For the prediction accuracies, we do a 10-fold cross-validation for each tree, in which we randomly choose 10% of the total sample as validation data for 10 times, and computes the average of the rates at which the validation data are correctly classified. The cross-validated accuracies for the classification trees of ift, rtt, and lan_rtt are 67.51%, 56.81%, and 59.34%, respectively. The results show that ift outperforms the other two metrics in terms of prediction accuracy, which echoes the results of the correlation analysis in Section VI-A. The consistent results of the two different analyses make us more sure of our conclusion that overloading of gamers' computers is actually the major cause of lag.
7 Conclusion and Future Work
In this paper, we tackle a long-standing question for gamers and game developers:
What is the major cause of lag? To this aim, we developed a software which is
capable of monitoring both the performance of a gamer's computer and the quality of
network path during game play. By collaborating with a top game company in Taiwan, we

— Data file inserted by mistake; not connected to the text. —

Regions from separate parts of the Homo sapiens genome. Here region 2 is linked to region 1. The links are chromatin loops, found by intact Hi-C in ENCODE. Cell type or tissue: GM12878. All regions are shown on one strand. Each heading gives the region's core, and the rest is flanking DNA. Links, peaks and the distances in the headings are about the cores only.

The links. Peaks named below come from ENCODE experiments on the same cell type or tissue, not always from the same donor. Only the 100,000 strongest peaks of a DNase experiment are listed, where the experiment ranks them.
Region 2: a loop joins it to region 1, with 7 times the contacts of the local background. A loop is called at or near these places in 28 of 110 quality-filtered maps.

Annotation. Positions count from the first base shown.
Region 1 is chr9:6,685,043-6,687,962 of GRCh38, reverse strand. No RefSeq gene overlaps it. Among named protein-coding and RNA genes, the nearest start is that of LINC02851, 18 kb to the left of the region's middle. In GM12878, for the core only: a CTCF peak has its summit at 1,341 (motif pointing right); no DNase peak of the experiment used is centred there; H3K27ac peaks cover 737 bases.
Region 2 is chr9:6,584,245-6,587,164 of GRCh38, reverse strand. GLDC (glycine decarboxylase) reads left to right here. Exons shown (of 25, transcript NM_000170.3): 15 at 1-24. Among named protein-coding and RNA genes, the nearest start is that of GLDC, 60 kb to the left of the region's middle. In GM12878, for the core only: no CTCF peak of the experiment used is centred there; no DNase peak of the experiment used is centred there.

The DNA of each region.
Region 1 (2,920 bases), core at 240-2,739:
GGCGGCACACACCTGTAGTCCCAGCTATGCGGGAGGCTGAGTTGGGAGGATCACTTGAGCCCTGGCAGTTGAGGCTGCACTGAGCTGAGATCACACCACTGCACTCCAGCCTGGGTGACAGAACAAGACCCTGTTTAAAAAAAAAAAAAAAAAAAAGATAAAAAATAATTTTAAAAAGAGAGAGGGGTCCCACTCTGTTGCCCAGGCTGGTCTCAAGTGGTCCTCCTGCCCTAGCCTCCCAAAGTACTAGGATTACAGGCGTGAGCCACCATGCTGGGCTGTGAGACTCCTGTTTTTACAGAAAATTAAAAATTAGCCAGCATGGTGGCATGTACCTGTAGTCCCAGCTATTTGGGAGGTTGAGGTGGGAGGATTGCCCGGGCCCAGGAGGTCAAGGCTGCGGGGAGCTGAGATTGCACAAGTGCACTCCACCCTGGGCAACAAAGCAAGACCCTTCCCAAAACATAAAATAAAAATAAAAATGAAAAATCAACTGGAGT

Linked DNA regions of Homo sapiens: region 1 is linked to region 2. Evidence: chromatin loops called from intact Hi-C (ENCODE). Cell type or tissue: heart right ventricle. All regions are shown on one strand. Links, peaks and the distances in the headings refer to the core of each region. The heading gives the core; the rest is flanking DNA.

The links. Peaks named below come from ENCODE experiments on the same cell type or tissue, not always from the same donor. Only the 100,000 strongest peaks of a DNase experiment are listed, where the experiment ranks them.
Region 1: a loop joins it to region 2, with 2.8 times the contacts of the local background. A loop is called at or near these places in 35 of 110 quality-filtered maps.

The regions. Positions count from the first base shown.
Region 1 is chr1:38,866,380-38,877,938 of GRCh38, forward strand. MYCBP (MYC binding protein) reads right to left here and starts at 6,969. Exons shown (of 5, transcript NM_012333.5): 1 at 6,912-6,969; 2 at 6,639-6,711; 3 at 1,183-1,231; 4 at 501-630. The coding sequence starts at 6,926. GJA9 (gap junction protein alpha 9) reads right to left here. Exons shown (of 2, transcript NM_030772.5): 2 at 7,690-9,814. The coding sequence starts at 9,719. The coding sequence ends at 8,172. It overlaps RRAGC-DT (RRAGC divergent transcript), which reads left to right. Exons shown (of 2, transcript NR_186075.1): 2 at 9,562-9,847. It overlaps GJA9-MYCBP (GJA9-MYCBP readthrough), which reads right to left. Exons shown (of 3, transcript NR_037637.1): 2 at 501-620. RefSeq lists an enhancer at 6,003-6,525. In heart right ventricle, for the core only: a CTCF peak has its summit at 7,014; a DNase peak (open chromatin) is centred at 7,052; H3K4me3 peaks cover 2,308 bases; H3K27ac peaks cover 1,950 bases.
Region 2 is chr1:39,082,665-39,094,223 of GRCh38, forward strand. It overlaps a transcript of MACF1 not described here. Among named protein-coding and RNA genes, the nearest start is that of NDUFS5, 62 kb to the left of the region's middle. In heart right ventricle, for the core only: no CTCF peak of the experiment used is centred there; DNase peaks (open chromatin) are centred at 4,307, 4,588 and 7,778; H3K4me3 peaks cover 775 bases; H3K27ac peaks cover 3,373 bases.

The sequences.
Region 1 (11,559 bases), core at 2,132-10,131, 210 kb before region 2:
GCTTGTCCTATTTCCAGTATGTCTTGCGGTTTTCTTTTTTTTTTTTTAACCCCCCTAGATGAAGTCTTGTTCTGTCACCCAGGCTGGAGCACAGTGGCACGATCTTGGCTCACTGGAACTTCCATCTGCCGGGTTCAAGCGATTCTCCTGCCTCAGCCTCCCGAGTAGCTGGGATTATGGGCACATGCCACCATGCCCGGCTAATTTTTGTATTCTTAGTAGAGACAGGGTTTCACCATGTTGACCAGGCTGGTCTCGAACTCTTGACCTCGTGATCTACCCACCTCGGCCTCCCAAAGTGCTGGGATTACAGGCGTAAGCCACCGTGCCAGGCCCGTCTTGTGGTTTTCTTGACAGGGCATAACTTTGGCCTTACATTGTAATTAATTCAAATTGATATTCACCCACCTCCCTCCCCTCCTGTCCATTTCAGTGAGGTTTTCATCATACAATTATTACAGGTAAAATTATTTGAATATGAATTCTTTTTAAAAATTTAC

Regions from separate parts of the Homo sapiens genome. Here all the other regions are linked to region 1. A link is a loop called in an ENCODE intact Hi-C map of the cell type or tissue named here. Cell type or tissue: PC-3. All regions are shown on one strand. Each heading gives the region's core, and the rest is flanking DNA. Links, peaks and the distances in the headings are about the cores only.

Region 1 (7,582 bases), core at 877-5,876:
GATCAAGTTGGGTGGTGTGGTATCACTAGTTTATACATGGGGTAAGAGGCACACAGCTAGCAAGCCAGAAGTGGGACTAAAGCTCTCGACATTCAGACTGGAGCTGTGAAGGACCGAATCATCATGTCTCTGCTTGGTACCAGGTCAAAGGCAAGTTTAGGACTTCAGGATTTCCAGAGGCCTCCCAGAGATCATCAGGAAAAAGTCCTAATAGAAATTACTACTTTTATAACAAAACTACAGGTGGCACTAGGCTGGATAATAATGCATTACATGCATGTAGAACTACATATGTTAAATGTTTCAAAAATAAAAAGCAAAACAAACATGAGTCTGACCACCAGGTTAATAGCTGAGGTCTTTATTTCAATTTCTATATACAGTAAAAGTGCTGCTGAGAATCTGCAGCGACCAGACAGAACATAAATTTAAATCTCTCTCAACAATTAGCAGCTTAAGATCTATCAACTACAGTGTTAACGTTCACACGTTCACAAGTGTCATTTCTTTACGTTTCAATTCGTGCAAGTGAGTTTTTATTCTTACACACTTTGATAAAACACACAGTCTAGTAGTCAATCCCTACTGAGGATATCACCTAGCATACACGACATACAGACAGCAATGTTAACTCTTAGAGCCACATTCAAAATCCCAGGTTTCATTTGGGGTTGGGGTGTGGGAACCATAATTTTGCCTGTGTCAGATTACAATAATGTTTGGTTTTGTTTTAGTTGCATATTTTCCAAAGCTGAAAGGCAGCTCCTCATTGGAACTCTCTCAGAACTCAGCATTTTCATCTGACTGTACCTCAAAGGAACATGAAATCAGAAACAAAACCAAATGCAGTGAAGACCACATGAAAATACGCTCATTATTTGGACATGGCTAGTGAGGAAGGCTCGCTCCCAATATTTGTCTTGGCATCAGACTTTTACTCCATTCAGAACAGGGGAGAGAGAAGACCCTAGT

have collected 5,482 minutes of performance traces from 514 players as well as their lag
experience reports. We analyze the collected traces via two approaches and conclude that
the root causes of lags are usually coming from gamers' computers due to overloading
and/or insufficient computation power. We hope that this study will balance the
treatment of delay optimization researches as network delay seems to be the overly
emphasized while the delays occurred at the end users' side are usually overlooked.
This work would not have been possible without the support from Gamania Digital
Entertainment. The authors are much indebted to our collaborators and supporters at
Gamania, Sirion Lee, Chunhan Huang, Ivy Huang, Karl Hsu, and Albert Liu, among others.
The authors also wish to thank the anonymous referees for their constructive criticisms.
This work was supported in part by the National Science Council under the grant